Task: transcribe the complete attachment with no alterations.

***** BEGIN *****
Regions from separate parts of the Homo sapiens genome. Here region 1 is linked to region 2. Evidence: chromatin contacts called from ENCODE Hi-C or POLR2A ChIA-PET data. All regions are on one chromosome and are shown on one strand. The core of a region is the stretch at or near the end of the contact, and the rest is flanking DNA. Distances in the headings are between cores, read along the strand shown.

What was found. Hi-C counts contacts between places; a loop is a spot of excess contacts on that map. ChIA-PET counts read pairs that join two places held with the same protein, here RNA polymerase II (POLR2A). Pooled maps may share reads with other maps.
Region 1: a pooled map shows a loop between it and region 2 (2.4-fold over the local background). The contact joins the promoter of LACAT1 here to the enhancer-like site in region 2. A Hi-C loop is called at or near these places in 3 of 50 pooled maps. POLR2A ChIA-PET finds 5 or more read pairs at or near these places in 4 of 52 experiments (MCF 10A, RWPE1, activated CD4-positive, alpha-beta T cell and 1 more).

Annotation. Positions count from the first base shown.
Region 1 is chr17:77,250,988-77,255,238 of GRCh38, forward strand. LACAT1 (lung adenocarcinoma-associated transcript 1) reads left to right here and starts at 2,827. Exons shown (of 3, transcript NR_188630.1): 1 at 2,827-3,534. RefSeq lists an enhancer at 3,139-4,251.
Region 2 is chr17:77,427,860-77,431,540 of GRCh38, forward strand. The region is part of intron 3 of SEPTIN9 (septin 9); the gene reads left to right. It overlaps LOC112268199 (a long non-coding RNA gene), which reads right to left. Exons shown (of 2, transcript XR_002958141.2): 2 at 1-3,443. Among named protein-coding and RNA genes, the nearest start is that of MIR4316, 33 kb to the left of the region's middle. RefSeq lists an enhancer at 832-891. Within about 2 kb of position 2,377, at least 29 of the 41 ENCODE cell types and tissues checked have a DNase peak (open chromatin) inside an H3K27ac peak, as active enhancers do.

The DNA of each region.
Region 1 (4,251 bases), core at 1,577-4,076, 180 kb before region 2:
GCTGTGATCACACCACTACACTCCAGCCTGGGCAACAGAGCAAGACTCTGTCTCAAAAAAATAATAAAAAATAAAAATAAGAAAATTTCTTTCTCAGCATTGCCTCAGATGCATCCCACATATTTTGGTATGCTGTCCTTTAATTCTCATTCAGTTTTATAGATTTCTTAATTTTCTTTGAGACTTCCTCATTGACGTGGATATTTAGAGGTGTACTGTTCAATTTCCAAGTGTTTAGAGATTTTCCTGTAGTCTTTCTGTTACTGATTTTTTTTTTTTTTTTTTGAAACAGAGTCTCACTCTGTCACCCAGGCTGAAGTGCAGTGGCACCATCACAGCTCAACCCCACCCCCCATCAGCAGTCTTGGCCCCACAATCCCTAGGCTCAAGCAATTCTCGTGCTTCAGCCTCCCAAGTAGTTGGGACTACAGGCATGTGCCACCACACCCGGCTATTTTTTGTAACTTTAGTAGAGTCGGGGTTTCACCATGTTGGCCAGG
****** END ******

Regions from separate parts of the Homo sapiens genome. Here region 1 is linked to region 2. Evidence: chromatin contacts called from ENCODE Hi-C or POLR2A ChIA-PET data. All regions are on one chromosome and are shown on one strand. The core of a region is the stretch at or near the end of the contact, and the rest is flanking DNA. Distances in the headings are between cores, read along the strand shown.

What was found. Hi-C counts contacts between places; a loop is a spot of excess contacts on that map. ChIA-PET counts read pairs that join two places held with the same protein, here RNA polymerase II (POLR2A). Pooled maps may share reads with other maps.
Region 1: a pooled map shows a loop between it and region 2 (2.4-fold over the local background). The contact joins the promoter of LACAT1 here to the enhancer-like site in region 2. A Hi-C loop is called at or near these places in 3 of 50 pooled maps. POLR2A ChIA-PET finds 5 or more read pairs at or near these places in 4 of 52 experiments (MCF 10A, RWPE1, activated CD4-positive, alpha-beta T cell and 1 more).

Annotation. Positions count from the first base shown.
Region 1 is chr17:77,250,988-77,255,238 of GRCh38, forward strand. LACAT1 (lung adenocarcinoma-associated transcript 1) reads left to right here and starts at 2,827. Exons shown (of 3, transcript NR_188630.1): 1 at 2,827-3,534. RefSeq lists an enhancer at 3,139-4,251.
Region 2 is chr17:77,427,860-77,431,540 of GRCh38, forward strand. The region is part of intron 3 of SEPTIN9 (septin 9); the gene reads left to right. It overlaps LOC112268199 (a long non-coding RNA gene), which reads right to left. Exons shown (of 2, transcript XR_002958141.2): 2 at 1-3,443. Among named protein-coding and RNA genes, the nearest start is that of MIR4316, 33 kb to the left of the region's middle. RefSeq lists an enhancer at 832-891. Within about 2 kb of position 2,377, at least 29 of the 41 ENCODE cell types and tissues checked have a DNase peak (open chromatin) inside an H3K27ac peak, as active enhancers do.

The DNA of each region.
Region 1 (4,251 bases), core at 1,577-4,076, 180 kb before region 2:
GCTGTGATCACACCACTACACTCCAGCCTGGGCAACAGAGCAAGACTCTGTCTCAAAAAAATAATAAAAAATAAAAATAAGAAAATTTCTTTCTCAGCATTGCCTCAGATGCATCCCACATATTTTGGTATGCTGTCCTTTAATTCTCATTCAGTTTTATAGATTTCTTAATTTTCTTTGAGACTTCCTCATTGACGTGGATATTTAGAGGTGTACTGTTCAATTTCCAAGTGTTTAGAGATTTTCCTGTAGTCTTTCTGTTACTGATTTTTTTTTTTTTTTTTTGAAACAGAGTCTCACTCTGTCACCCAGGCTGAAGTGCAGTGGCACCATCACAGCTCAACCCCACCCCCCATCAGCAGTCTTGGCCCCACAATCCCTAGGCTCAAGCAATTCTCGTGCTTCAGCCTCCCAAGTAGTTGGGACTACAGGCATGTGCCACCACACCCGGCTATTTTTTGTAACTTTAGTAGAGTCGGGGTTTCACCATGTTGGCCAGG